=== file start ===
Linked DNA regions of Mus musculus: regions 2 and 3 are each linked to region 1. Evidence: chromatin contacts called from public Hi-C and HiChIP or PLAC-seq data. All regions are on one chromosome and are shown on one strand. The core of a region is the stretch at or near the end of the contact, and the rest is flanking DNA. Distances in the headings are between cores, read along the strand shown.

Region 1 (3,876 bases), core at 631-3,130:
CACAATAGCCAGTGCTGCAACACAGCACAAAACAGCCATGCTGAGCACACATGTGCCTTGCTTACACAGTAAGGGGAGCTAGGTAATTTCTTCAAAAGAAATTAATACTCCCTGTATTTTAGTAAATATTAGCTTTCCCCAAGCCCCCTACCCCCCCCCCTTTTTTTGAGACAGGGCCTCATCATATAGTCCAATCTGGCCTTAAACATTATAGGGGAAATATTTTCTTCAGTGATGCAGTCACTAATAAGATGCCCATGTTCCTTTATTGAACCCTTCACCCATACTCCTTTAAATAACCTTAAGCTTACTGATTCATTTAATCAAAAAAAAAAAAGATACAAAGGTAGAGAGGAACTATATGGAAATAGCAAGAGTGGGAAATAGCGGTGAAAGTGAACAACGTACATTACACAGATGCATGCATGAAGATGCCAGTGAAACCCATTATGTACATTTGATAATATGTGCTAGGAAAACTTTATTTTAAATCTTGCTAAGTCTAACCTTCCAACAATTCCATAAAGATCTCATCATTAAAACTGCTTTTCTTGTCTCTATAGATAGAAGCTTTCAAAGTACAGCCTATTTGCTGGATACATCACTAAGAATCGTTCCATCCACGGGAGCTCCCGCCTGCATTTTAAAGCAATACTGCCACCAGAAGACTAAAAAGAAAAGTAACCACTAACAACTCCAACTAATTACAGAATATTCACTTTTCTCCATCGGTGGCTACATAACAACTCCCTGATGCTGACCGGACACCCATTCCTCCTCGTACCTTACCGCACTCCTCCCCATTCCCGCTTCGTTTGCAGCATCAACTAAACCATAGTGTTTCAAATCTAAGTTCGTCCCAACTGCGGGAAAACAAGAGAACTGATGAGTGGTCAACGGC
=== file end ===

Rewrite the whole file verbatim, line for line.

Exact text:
Linked DNA regions of Mus musculus: regions 2 and 3 are each linked to region 1. Evidence: chromatin contacts called from public Hi-C and HiChIP or PLAC-seq data. All regions are on one chromosome and are shown on one strand. The core of a region is the stretch at or near the end of the contact, and the rest is flanking DNA. Distances in the headings are between cores, read along the strand shown.

Region 1 (3,876 bases), core at 631-3,130:
CACAATAGCCAGTGCTGCAACACAGCACAAAACAGCCATGCTGAGCACACATGTGCCTTGCTTACACAGTAAGGGGAGCTAGGTAATTTCTTCAAAAGAAATTAATACTCCCTGTATTTTAGTAAATATTAGCTTTCCCCAAGCCCCCTACCCCCCCCCCTTTTTTTGAGACAGGGCCTCATCATATAGTCCAATCTGGCCTTAAACATTATAGGGGAAATATTTTCTTCAGTGATGCAGTCACTAATAAGATGCCCATGTTCCTTTATTGAACCCTTCACCCATACTCCTTTAAATAACCTTAAGCTTACTGATTCATTTAATCAAAAAAAAAAAAGATACAAAGGTAGAGAGGAACTATATGGAAATAGCAAGAGTGGGAAATAGCGGTGAAAGTGAACAACGTACATTACACAGATGCATGCATGAAGATGCCAGTGAAACCCATTATGTACATTTGATAATATGTGCTAGGAAAACTTTATTTTAAATCTTGCTAAGTCTAACCTTCCAACAATTCCATAAAGATCTCATCATTAAAACTGCTTTTCTTGTCTCTATAGATAGAAGCTTTCAAAGTACAGCCTATTTGCTGGATACATCACTAAGAATCGTTCCATCCACGGGAGCTCCCGCCTGCATTTTAAAGCAATACTGCCACCAGAAGACTAAAAAGAAAAGTAACCACTAACAACTCCAACTAATTACAGAATATTCACTTTTCTCCATCGGTGGCTACATAACAACTCCCTGATGCTGACCGGACACCCATTCCTCCTCGTACCTTACCGCACTCCTCCCCATTCCCGCTTCGTTTGCAGCATCAACTAAACCATAGTGTTTCAAATCTAAGTTCGTCCCAACTGCGGGAAAACAAGAGAACTGATGAGTGGTCAACGGC